A few years ago, an American friend of mine in Denver told me of a chain restaurant (he worked there) which had served a slice of cake containing something like 2300 calories. Despite my sweet tooth, that just seemed foully excessive. Not long ago I found a magazine article that confirmed he wasn’t lying and that there are a lot of people consuming unimaginable calories in the USA… Another post in my quest to find disgusting food the world over, here’s a beautiful illustration of just how many calories can be packed into one pointless meal.
Men’s Health 20 Worst Foods of 2009
I’m particularly impressed by the following two items:
Baskin Robbins Large Chocolate Oreo Shake
135 g fat (59 g saturated fat, 2.5 g trans fats)
263 g sugars
1,700 mg sodium
Marie Callender’s Creamy Parmesan Chicken Pot Pie
64 g fat (24 g saturated fat)
1,440 mg sodium
Marie Callender’s perpetrates the ultimate sleight of hand here: the nutrition information says this medium-size entrée has two servings, but honestly, when have you ever split a potpie? …
… but there’s much more indigestible “joy” to be found in the Men’s Health list. Ugh.
Honestly, if you’re going kill yourself with meals that are four times the recommended daily energy needs of an athlete, you should do it with homemade pastry, chocolate, custard, ice-cream, macarons, homemade bread and delicious cheeses!
A new get-together of Melbourne’s foodbloggers is here! It’s been a while since foodbloggers gathered in Melbourne, and Thanh (I Eat Therefore I Am), Sarah (Sarah Cooks) and I were sad that the heatwave made it necessary to cancel the BBQ/picnic planned for early February. Thankfully, our decision was absolutely the correct one, given the awful events of that weekend.
The new event is scheduled for Saturday 7th March, 2pm, at The Commoner in Fitzroy. Yes, the very kind owners of The Commoner emailed us and offered to host the event, giving us access to their courtyard and… wait for it… their wood-fired oven (named Sergio) for heating up food.
The Commoneris at 122 Johnston Street in Fitzroy, just off Brunswick Street and easily accessible by tram 112 towards West Preston. This tram runs along Collins Street in the city, passing Spencer Street (Southern Cross) and Parliament Stations and only a short walk from Flinders Street Station. A number of eastern suburbs buses also run along Johnston Street.
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Come along! Tell other foodbloggers! As with some of the other foodblogger get-togethers, you’re encouraged to bring some food (preferably to share and enjoy together). As the owners of The Commoner have been so kind as to make available their courtyard and oven free of charge, it would be preferable if people would buy drinks from the restaurant’s drinks/wine list, rather than doing BYO.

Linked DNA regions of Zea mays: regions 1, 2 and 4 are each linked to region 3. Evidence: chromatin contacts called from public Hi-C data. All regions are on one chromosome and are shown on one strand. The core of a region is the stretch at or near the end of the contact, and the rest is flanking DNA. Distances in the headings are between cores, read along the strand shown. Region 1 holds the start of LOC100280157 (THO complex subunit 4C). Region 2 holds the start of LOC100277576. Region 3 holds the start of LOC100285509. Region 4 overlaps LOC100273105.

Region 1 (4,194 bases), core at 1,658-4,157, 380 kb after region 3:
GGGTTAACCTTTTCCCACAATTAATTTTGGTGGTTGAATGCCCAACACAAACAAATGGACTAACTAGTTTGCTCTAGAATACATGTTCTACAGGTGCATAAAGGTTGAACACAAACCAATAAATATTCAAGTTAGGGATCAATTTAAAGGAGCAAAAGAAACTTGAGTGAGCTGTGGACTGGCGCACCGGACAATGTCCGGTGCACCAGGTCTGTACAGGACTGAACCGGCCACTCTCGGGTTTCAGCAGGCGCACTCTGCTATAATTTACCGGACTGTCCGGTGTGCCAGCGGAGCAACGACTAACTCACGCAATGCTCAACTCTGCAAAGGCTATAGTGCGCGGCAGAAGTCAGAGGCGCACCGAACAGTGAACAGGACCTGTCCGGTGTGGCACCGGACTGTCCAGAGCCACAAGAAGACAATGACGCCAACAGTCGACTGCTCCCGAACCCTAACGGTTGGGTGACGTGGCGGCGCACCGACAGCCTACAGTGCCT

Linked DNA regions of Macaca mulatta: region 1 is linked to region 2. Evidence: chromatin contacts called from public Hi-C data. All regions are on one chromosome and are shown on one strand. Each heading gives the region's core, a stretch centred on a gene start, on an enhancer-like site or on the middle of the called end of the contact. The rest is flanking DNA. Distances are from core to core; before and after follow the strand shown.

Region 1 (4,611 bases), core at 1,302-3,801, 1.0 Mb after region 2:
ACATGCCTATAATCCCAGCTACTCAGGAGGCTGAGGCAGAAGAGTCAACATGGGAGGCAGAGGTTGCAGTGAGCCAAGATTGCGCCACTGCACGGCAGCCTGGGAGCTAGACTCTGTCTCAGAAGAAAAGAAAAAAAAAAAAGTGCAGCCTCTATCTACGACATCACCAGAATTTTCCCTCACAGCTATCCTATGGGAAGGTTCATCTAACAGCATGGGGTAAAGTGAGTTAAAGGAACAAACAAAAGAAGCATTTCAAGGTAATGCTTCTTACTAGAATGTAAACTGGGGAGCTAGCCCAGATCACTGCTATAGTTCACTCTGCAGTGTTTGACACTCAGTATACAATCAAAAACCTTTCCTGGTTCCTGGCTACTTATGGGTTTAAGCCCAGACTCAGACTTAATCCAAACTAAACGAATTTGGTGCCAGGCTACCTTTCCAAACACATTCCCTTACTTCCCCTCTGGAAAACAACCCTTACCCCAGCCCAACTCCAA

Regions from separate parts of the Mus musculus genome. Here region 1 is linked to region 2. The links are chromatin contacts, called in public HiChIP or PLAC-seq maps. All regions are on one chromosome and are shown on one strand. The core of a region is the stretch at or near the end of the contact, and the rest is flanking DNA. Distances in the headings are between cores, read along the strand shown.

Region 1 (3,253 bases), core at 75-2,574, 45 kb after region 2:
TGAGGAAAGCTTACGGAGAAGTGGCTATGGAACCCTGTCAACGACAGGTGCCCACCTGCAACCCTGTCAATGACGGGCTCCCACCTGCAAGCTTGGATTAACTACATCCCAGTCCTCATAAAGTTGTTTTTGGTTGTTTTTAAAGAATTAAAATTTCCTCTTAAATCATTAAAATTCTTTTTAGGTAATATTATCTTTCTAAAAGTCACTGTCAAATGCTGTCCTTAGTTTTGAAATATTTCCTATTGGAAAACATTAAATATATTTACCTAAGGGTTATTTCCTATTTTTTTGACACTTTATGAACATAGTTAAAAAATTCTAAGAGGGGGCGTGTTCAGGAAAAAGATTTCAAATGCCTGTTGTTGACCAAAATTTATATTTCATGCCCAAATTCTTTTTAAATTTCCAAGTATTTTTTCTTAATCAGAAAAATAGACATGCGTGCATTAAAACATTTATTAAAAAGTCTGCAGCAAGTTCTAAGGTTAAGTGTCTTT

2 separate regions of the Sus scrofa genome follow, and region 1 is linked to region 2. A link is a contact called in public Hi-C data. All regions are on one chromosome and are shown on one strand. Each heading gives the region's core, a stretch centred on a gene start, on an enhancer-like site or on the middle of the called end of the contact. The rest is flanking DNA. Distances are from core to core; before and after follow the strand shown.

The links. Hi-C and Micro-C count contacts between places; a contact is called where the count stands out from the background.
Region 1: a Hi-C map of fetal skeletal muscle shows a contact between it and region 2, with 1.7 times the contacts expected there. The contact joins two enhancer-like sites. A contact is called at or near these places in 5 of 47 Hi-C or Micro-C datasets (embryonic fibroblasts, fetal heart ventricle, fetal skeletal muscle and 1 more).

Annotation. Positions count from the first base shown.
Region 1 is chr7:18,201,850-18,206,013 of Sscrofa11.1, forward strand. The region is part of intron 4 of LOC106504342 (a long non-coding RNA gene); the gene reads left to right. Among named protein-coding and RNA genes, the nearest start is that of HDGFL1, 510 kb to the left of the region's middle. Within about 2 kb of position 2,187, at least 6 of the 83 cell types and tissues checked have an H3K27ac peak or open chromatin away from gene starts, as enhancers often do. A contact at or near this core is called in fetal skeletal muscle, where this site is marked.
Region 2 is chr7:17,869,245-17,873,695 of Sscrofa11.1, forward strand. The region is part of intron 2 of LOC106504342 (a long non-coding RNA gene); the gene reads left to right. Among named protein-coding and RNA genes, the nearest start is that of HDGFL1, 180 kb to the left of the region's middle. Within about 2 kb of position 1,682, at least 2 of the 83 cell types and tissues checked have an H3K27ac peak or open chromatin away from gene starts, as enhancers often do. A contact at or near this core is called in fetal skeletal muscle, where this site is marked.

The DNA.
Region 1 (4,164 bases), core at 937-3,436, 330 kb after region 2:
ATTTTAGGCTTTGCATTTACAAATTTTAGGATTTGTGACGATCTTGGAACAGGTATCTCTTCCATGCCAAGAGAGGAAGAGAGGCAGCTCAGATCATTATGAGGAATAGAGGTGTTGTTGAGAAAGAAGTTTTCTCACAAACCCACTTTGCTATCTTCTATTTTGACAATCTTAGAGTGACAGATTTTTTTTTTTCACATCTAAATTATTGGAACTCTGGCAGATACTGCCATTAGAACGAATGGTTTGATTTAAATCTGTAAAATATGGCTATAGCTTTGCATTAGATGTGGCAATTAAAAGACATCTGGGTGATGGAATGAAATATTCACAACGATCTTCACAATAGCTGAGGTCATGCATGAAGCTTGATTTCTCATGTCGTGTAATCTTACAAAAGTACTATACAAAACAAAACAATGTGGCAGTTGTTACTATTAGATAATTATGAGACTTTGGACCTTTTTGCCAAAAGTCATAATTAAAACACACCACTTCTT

Please use the comments area below to say if you’ll be bringing something to share and what… this way we can try to achieve a balance between savoury and sweet. 🙂
We’re looking forward to seeing faces familiar and new!
I present my new creation: le macaron déshydraté au chocolat noir et à la noix de coco. Behold the lovely thick layer of dark chocolate and toasted coconut ganache… so generous you might think I’ve been shopping at Pierre Hermé, but no! I am in fact lining myself up to compete with the maître himself. And I’ve done something completely new. These beauties are the first completely desiccated macarons ever presented for public delectation. With skill and precision, I transformed my piped ivory wonders to these richly tanned rusks. Be quick, as these are definitely a limited edition from Maison Duncan.
You see, there I was sitting on my sofa, reading the bazillion blog posts in my feed reader (how many times do I have to tell you internet people to stop writing so much and get out more??). Suddenly I had one of those lurches in the stomach, a wave of nausea that only careless pâtissiers and confiseurs can truly know… a good deal more than eight minutes had passed since my tray of macarons had been consigned to the oven. Nooooooooooooo!!!
And so these macarons déshydratés were born. Deeply tanned almond
macarusks macawrongs macarons as one might find on a beach on the Côte d’Azur.
There’s one very useful result of this approach to macaron cooking. You can get a clear feel for whether you’ve done the batter right and set the oven temperature correctly. You see, in their state of petrification, you can cut open the macaron without any fear of crushing and see the crumb. No big air pocket. Hooray. Good foot. Hooray.
Thankfully, I can do one of those television chef “here’s one I made earlier” jobs and show you some pretty little things too.
Macarons d’amour à la canelle et à l’abricot. Damn it’s difficult to make shapes!